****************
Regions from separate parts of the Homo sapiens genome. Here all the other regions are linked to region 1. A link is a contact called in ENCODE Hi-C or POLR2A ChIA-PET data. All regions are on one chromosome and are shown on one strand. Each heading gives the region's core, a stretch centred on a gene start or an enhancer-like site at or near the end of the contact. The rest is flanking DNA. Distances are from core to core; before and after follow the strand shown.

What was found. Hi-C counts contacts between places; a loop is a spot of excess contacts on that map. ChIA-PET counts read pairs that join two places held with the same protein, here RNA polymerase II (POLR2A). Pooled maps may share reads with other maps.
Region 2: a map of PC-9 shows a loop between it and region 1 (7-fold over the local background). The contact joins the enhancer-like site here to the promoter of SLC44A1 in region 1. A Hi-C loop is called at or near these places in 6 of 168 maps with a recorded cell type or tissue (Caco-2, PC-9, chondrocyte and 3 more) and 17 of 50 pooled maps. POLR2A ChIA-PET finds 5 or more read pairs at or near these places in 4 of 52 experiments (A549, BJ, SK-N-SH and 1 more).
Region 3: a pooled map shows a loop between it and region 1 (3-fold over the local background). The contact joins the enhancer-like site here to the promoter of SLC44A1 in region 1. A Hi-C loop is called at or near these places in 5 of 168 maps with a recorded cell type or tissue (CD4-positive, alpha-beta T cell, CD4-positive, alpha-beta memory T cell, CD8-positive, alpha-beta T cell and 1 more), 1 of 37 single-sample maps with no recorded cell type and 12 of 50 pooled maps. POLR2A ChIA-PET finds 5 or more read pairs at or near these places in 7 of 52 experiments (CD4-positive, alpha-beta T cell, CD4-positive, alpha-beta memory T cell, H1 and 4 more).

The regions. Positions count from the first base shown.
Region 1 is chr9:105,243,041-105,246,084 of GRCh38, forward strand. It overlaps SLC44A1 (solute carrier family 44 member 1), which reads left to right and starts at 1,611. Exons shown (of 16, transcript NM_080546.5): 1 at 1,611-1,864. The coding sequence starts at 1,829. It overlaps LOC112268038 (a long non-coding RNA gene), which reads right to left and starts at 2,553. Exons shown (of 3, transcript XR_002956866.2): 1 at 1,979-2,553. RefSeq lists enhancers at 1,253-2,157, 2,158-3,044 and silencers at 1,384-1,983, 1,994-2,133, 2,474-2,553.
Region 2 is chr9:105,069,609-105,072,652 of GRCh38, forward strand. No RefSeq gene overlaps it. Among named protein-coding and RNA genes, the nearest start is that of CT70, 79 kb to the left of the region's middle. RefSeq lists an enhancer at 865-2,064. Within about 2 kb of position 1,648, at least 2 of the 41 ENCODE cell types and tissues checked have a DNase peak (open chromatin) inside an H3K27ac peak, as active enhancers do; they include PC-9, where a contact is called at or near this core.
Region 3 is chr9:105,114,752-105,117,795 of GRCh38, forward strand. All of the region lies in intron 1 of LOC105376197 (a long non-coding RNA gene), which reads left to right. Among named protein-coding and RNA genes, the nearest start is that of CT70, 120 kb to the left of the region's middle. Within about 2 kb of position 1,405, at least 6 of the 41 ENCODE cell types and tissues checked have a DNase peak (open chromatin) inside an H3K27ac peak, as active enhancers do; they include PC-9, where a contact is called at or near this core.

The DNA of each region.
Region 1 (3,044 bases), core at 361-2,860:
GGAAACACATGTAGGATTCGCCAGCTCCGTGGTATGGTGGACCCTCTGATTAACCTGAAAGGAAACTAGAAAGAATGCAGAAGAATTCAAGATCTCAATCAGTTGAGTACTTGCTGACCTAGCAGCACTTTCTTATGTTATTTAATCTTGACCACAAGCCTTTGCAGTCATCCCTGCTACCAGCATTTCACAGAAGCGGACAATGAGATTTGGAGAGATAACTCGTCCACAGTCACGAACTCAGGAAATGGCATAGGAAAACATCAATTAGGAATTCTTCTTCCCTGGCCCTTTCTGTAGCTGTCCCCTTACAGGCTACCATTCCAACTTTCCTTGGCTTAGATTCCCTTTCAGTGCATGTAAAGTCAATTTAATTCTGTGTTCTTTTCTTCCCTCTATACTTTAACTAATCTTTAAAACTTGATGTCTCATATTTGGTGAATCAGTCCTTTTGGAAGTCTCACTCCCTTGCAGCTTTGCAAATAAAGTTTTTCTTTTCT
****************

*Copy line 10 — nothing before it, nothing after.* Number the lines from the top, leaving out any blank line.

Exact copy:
Region 1 (3,044 bases), core at 361-2,860: